The editorial board created SVOI project to tell the stories of IDPs and refugees.
I remember that day, my daughter wanted to buy our flag. We went outside, and she said, "Mom, I'm Ukrainian." She took this flag everywhere with her, she was so happy. And then we realized it all started ... My husband said that we should pack our things, because they would come to us soon. At first, we didn't believe it, we thought they didn’t care for a small town like ours.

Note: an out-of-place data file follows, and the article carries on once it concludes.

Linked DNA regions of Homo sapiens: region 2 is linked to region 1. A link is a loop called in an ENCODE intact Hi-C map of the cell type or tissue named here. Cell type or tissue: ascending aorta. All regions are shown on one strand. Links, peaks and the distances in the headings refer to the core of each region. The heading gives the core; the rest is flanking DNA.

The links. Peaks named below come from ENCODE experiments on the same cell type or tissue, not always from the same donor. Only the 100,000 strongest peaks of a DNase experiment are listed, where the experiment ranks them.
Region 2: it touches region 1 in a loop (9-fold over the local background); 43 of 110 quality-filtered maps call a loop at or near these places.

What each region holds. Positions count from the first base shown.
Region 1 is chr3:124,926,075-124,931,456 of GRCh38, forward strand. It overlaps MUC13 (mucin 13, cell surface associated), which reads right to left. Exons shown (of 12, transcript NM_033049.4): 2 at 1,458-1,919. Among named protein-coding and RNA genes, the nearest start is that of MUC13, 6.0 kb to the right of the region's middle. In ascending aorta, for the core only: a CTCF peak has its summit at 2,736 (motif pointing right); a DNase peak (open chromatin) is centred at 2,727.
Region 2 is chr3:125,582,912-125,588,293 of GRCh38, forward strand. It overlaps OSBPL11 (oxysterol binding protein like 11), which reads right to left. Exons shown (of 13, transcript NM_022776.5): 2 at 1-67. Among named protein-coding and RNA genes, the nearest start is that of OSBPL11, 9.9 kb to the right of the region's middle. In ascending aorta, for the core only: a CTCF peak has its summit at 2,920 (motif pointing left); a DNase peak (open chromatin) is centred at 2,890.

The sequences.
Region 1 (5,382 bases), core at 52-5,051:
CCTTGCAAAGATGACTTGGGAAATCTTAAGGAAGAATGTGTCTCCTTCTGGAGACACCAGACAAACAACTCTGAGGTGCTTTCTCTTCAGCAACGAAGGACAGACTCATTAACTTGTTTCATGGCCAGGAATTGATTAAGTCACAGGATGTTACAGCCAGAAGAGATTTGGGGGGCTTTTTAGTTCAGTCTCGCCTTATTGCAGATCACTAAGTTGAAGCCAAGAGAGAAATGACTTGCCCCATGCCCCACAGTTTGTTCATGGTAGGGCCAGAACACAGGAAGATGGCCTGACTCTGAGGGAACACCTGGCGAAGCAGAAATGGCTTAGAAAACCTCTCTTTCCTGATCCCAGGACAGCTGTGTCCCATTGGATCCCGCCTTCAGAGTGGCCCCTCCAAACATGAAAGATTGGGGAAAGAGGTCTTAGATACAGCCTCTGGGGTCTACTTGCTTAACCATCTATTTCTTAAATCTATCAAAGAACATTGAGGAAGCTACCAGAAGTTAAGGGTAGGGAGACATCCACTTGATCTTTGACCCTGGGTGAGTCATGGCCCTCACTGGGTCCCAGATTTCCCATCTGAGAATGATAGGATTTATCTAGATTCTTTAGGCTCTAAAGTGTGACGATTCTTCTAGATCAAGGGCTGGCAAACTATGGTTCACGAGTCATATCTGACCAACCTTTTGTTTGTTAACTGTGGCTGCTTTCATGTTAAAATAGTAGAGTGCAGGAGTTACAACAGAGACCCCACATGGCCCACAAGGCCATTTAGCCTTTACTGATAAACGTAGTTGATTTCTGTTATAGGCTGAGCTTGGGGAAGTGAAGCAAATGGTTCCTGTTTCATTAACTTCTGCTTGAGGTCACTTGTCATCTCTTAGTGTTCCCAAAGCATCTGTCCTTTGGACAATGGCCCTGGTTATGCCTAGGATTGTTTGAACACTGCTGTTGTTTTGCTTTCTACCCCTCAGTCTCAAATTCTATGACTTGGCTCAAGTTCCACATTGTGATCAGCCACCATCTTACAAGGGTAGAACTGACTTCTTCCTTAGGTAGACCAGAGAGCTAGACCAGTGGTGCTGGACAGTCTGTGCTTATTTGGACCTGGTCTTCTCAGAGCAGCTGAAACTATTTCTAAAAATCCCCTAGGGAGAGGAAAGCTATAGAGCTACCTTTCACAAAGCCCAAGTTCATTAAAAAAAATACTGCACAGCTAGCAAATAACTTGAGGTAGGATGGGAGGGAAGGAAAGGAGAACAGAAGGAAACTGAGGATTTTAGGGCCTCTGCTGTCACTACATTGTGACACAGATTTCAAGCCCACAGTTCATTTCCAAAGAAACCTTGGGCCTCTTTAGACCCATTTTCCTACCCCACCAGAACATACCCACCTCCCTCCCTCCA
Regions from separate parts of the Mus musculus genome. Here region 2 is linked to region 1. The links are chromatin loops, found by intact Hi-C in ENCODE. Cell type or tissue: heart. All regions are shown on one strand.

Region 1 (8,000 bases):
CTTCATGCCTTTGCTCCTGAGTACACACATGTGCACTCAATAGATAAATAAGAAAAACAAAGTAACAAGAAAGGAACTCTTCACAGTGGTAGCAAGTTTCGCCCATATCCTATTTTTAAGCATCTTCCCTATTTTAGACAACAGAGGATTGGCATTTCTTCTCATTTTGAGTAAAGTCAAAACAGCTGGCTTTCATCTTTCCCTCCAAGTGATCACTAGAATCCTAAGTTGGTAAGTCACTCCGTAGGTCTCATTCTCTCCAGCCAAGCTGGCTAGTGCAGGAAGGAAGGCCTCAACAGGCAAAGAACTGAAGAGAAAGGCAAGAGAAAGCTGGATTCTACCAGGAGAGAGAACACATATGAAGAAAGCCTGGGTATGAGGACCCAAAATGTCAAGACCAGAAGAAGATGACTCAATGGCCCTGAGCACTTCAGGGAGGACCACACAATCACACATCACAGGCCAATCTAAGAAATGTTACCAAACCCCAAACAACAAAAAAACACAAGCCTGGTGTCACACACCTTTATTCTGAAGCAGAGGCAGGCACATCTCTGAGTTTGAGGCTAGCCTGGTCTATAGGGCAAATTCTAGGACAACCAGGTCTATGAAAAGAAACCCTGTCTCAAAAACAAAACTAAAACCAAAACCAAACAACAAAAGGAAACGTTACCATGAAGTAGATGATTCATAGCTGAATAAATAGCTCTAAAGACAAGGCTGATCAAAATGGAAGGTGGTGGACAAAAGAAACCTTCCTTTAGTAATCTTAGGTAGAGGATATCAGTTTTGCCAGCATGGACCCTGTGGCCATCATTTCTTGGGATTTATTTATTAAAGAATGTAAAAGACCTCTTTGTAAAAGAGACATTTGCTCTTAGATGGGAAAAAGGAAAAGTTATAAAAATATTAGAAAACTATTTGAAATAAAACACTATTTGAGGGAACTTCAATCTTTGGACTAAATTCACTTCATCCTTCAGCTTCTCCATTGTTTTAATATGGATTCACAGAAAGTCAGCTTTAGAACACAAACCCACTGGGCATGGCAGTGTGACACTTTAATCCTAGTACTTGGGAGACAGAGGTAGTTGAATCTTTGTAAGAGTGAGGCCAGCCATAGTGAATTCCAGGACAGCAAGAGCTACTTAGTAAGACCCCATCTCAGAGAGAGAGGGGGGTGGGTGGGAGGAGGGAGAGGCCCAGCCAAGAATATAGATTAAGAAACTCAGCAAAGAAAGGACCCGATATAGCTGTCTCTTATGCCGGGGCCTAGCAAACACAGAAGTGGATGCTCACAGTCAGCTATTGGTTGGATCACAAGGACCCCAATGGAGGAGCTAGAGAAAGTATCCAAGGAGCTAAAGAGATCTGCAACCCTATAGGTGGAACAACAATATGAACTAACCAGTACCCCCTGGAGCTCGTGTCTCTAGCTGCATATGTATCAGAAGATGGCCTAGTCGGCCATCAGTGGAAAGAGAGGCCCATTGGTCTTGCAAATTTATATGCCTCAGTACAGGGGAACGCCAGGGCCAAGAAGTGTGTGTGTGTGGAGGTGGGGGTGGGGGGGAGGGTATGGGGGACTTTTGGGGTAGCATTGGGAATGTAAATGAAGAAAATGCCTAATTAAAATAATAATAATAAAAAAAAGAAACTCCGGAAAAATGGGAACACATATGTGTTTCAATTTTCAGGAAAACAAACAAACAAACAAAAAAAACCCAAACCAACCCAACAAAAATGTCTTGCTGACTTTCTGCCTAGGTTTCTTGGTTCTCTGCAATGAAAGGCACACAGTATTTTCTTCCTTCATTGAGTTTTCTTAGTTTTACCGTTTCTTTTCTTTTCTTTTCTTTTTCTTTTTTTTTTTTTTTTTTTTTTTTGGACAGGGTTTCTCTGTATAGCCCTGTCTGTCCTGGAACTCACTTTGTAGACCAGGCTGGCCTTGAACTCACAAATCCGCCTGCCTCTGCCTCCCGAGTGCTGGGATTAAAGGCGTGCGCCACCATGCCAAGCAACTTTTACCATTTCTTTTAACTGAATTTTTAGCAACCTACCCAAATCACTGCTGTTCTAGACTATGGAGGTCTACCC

40 cars were standing on the track. And they just did not let us go. People with small children went to negotiate it, and they were told: "We don't care if you have children or not, you will all stay here." So we slept on the track.
My daughter asked why we could not take the flag with us. I said, "Because it's very dangerous. And it's a shame. But it’s okay, we'll buy another one."
When we got to the first Ukrainian checkpoint, where there were our soldiers, they opened fire on us. I am not good at this, but as the military explained to us, they fired from machine guns. The firing became more intense and we were told, "Quickly get in the car and get out of here."